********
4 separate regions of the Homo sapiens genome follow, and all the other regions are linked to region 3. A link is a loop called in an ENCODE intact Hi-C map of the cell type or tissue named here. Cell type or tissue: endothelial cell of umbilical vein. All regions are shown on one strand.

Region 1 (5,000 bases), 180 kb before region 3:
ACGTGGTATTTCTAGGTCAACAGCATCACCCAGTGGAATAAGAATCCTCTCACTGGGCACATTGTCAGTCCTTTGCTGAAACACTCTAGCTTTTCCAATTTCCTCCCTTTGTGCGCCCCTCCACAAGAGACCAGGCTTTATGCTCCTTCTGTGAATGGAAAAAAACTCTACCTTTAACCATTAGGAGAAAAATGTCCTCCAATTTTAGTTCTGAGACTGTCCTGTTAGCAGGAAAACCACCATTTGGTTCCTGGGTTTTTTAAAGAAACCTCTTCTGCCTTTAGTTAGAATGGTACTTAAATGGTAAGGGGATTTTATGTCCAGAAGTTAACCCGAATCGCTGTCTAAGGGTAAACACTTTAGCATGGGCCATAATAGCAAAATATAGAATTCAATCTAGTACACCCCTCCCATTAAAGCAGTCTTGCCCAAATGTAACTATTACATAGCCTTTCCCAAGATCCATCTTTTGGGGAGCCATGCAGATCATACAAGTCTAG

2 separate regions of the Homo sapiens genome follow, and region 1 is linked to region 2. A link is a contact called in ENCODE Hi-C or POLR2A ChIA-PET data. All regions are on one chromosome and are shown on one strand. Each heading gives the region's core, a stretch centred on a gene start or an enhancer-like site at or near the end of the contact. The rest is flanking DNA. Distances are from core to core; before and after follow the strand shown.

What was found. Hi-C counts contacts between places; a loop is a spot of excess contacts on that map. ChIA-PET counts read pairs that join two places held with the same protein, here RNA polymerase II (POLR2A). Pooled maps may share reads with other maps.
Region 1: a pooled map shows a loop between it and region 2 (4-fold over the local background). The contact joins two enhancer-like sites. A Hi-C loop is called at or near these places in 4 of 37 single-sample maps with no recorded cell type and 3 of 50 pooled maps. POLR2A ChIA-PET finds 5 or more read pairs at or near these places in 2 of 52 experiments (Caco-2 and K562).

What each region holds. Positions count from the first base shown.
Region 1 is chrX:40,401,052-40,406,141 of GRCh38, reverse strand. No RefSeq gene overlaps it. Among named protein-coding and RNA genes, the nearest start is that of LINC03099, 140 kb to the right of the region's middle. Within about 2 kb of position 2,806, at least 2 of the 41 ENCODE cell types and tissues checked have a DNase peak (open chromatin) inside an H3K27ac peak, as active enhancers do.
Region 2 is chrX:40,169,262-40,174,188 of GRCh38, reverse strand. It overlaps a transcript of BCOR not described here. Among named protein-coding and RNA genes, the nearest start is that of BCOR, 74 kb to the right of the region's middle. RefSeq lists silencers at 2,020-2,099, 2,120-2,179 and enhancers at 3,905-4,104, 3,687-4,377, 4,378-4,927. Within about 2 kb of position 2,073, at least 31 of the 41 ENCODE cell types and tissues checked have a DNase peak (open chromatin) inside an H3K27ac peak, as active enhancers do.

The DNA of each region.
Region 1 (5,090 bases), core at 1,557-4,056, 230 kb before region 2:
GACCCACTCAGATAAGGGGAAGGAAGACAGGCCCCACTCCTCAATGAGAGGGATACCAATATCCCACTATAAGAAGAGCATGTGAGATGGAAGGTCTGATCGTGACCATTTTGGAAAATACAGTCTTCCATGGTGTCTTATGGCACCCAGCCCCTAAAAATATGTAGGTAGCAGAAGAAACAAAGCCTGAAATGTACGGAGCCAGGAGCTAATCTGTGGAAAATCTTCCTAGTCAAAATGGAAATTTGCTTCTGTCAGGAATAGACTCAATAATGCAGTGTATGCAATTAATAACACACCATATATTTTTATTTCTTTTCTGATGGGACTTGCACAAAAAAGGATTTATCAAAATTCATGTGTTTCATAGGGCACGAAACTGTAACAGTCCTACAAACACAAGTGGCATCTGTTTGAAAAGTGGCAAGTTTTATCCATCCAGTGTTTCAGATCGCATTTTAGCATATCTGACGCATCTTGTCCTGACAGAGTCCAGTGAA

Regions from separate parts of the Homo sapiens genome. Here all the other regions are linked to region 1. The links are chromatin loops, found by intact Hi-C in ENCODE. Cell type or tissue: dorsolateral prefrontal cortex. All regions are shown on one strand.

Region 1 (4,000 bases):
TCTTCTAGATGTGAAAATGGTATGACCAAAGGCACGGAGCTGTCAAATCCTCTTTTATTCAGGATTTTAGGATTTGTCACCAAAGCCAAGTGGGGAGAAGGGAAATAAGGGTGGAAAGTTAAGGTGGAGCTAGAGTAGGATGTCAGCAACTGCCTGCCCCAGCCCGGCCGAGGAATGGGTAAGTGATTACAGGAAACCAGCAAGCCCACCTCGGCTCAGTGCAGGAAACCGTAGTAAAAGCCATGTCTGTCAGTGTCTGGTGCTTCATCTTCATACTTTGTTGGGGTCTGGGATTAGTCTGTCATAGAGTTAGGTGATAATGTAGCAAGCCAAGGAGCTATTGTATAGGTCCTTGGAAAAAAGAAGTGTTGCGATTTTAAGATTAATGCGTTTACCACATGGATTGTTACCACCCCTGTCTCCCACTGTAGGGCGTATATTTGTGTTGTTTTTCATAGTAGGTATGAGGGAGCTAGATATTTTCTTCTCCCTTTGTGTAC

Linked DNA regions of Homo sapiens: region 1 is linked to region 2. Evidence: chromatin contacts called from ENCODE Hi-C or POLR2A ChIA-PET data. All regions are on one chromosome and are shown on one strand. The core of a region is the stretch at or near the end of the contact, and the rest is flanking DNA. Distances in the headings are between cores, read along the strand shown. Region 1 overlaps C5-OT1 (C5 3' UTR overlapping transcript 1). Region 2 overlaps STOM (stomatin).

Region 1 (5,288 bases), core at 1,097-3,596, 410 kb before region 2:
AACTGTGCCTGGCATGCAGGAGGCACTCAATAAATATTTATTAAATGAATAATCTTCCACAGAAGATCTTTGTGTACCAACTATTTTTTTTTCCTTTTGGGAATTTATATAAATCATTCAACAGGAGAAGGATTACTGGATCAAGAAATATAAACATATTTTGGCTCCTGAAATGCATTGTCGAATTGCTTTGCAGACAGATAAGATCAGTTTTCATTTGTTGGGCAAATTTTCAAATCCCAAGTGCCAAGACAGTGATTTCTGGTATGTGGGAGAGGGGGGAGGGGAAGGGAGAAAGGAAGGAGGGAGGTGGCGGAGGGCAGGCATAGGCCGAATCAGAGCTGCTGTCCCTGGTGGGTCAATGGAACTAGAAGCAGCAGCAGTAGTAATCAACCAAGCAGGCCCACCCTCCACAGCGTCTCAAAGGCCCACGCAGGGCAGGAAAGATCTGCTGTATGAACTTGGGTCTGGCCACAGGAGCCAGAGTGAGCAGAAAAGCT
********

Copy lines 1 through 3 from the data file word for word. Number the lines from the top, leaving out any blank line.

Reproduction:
4 separate regions of the Homo sapiens genome follow, and all the other regions are linked to region 3. A link is a loop called in an ENCODE intact Hi-C map of the cell type or tissue named here. Cell type or tissue: endothelial cell of umbilical vein. All regions are shown on one strand.

Region 1 (5,000 bases), 180 kb before region 3:
ACGTGGTATTTCTAGGTCAACAGCATCACCCAGTGGAATAAGAATCCTCTCACTGGGCACATTGTCAGTCCTTTGCTGAAACACTCTAGCTTTTCCAATTTCCTCCCTTTGTGCGCCCCTCCACAAGAGACCAGGCTTTATGCTCCTTCTGTGAATGGAAAAAAACTCTACCTTTAACCATTAGGAGAAAAATGTCCTCCAATTTTAGTTCTGAGACTGTCCTGTTAGCAGGAAAACCACCATTTGGTTCCTGGGTTTTTTAAAGAAACCTCTTCTGCCTTTAGTTAGAATGGTACTTAAATGGTAAGGGGATTTTATGTCCAGAAGTTAACCCGAATCGCTGTCTAAGGGTAAACACTTTAGCATGGGCCATAATAGCAAAATATAGAATTCAATCTAGTACACCCCTCCCATTAAAGCAGTCTTGCCCAAATGTAACTATTACATAGCCTTTCCCAAGATCCATCTTTTGGGGAGCCATGCAGATCATACAAGTCTAG